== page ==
The Bonneville Power Administration is taking its first step into “non-wires alternatives” for power grid investments -- not necessarily by choice, but certainly with a lot of preparation in advance. 

Last week, the federal agency that manages the Columbia River hydropower complex and power grid across the Pacific Northwest announced it has given up its nearly decade-long effort to build a new transmission line along the I-5 corridor. The project, which faced public opposition from the start, has also ballooned in cost from an initial estimate of $346 million to more than $1 billion. 

Instead, BPA will turn to non-wires alternatives -- demand-side resources like efficiency and demand response, as well as distributed energy such as rooftop solar -- as one of several parts of its replacement plan.  

Non-wires alternatives are starting to take a role in distribution grid investment planning in states like California, New York and Hawaii. But Bonneville’s pilot project is taking the concept to the transmission system, or more specifically, a portion of stressed-out line between the cities of Portland, Oregon and Vancouver, Washington, the most heavily populated part of the Columbia River basin. 

While BPA isn’t looking to these resources to make up for all of the reliability and capacity it will lose by ditching the I-5 transmission project, it is eyeing them to serve an increasingly important role in its plan for “more scalable and flexible investments in the federal transmission system,” CEO Elliot Mainzer wrote in a letter last week. 

The first test will come this summer, when BPA launches its first non-wires measures effort, he wrote. This two-year pilot project got started in February 2015, when BPA executed a two-year contract with a demand response aggregator for the project. In April 2016, it launched its first RFO, seeking third-party capacity in the form of incremental energy, decremental energy, and demand-side load reduction, available for up to four hours during times of summer peak congestion. 

Incremental and decremental energy -- ramping generators up or down in response to grid operator commands -- can be supplied by anything that can push electrons onto the grid. Demand-side management can be supplied by anything that can reduce or curtail its use of grid power, from heavy machinery to household air conditioners. This map below from BPA shows where it’s looking for both kinds of energy, while demand-side resources could be expected to be most valuable near the biggest loads, such as the Portland-Vancouver region.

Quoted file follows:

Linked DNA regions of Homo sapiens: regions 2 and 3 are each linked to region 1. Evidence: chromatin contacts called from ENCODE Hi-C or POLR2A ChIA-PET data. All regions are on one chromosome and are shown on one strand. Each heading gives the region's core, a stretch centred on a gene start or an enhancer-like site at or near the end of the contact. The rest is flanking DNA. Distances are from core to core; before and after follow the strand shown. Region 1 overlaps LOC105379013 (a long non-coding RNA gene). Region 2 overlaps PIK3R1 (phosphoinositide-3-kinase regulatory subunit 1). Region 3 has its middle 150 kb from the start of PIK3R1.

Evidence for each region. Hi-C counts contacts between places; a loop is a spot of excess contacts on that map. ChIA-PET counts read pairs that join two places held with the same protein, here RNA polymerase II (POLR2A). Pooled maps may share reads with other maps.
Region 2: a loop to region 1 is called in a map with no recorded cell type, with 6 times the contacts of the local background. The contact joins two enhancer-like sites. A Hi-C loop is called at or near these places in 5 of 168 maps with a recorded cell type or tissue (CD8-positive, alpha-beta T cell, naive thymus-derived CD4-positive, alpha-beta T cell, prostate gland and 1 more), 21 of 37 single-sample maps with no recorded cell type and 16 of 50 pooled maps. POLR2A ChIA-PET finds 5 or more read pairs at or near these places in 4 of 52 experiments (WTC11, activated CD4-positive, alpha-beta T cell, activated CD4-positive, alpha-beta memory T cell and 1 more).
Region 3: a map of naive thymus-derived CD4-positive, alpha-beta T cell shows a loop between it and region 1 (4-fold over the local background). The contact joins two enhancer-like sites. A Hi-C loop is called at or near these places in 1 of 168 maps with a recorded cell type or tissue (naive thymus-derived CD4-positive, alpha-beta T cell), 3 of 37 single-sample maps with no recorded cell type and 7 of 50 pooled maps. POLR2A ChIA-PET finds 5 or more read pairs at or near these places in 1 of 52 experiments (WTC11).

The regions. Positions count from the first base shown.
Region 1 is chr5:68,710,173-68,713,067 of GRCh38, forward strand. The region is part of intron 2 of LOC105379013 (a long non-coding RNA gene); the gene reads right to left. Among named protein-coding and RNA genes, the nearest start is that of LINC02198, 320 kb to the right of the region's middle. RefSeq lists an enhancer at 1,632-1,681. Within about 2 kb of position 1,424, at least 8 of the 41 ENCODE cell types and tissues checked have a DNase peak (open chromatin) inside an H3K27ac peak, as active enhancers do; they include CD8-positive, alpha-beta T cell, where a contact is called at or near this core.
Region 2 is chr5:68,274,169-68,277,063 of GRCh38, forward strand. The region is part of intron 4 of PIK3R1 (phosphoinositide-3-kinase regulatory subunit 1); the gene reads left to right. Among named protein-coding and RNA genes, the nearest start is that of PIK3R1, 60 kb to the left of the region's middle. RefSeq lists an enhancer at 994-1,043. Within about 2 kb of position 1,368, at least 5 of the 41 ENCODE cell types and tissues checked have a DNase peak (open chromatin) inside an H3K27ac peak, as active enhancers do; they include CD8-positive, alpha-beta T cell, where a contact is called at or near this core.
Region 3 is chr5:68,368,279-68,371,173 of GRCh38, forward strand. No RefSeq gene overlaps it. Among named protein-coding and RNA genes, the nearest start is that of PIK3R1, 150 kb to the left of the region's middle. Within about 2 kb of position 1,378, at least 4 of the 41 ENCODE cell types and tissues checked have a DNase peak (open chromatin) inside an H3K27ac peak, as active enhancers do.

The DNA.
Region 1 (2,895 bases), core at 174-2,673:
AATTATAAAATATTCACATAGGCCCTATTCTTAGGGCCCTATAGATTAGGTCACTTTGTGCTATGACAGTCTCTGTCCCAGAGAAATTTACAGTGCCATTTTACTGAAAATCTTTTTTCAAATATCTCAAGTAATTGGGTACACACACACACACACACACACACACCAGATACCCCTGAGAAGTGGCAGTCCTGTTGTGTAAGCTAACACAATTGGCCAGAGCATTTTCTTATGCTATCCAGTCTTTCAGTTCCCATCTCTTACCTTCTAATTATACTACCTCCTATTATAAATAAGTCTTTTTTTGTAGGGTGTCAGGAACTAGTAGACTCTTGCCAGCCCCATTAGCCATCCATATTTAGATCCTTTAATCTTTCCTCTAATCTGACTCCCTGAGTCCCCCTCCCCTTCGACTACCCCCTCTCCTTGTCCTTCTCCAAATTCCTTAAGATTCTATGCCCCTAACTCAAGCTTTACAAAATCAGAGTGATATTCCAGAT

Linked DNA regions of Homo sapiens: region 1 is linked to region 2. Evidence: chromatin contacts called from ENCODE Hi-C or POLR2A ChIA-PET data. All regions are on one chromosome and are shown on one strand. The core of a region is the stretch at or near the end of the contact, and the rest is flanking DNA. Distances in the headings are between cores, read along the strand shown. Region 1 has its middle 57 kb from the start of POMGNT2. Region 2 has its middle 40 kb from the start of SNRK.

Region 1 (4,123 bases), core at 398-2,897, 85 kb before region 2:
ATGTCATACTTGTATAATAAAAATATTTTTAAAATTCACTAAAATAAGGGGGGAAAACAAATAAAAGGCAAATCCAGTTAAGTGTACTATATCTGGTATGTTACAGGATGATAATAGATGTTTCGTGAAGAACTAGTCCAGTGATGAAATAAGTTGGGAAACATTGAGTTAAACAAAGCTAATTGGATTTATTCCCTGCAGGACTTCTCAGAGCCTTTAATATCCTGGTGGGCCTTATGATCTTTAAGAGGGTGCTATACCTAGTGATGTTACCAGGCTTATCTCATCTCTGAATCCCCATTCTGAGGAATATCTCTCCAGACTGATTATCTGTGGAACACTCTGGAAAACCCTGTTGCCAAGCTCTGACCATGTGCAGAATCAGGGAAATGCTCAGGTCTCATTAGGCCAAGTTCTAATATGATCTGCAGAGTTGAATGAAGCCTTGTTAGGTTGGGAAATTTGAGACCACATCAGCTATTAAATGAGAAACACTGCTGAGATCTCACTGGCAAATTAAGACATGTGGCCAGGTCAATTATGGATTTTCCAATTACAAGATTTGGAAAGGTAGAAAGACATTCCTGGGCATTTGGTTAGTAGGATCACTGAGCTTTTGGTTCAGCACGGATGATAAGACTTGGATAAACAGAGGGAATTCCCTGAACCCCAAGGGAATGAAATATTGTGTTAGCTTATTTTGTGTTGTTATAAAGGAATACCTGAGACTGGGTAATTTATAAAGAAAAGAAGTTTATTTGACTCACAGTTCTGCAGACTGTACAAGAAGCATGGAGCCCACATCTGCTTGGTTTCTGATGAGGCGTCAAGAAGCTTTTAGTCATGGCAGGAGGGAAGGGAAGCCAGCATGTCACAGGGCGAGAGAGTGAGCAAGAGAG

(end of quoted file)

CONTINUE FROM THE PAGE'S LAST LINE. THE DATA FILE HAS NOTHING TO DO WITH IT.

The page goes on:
Bonneville didn’t put much value on non-wires alternatives in its initial analysis of their capability to replace power lines. In 2011, it commissioned a study that found they could delay the upgrade until 2022 -- but mostly by relying on “redispatching certain generators at peak times to reduce transmission flows along the I‐5 corridor below the path ratings." In other words, getting big generators to behave differently. 

While it also studied energy efficiency, distributed generation, and demand response measures, it found that they “appear unlikely to enable sufficient transmission flow reduction to defer the I‐5 project need by more than a year.” 

Of course, things have changed a lot since 2011. The cost of rooftop solar has plummeted, making it potentially competitive even in a region with some of the country’s cheapest electricity. Demand response is becoming more sophisticated and widespread. 

And energy storage, which wasn’t analyzed in the first report, is now a viable alternative as well. Lithium-ion batteries that would have been science experiments at the start of the decade are now being installed at homes and businesses across the country, albeit in small numbers and mostly limited to states with incentives to boost the business. 

Mainzer noted that BPA is looking to batteries as part of its solution: “We also will look to use cutting-edge grid technologies such as battery storage and flow control devices to proactively manage congestion and further extend operational capacity of the existing system.” 

Transmission system operators are under a lot of pressure to ensure that anything that replaces a power line upgrade has to be as reliable as the alternative -- or at least, reliable within certain margins of error.

Mainzer noted that the decision to abandon the I-5 project “reflects a shift for BPA -- from the traditional approach of primarily relying on new construction to meet changing transmission needs, to embracing a more flexible, scalable, and economically and operationally efficient approach to managing our transmission system.” 

As part of that push, Bonneville has also been beefing up its demand response capabilities. The agency has traditionally relied on old-fashioned direct communications between grid operators and big industrial loads like aluminum smelters or lumber mills. But in 2014, it launched a project to tap aggregations of smaller loads, and adjust them up or down in 10-minute increments -- a speed and flexibility it’s also calling for from its non-wires alternatives pilot participants. 

This 2016 presentation from Bonneville explains the link between this demand response work and its non-wires alternatives work. It also lays out future steps, such as establishing a budget for non-wires development and demonstration in its 2018-2019 rate case, and benchmarking other demand response programs across the country to “save costs and keep rates as low as possible.”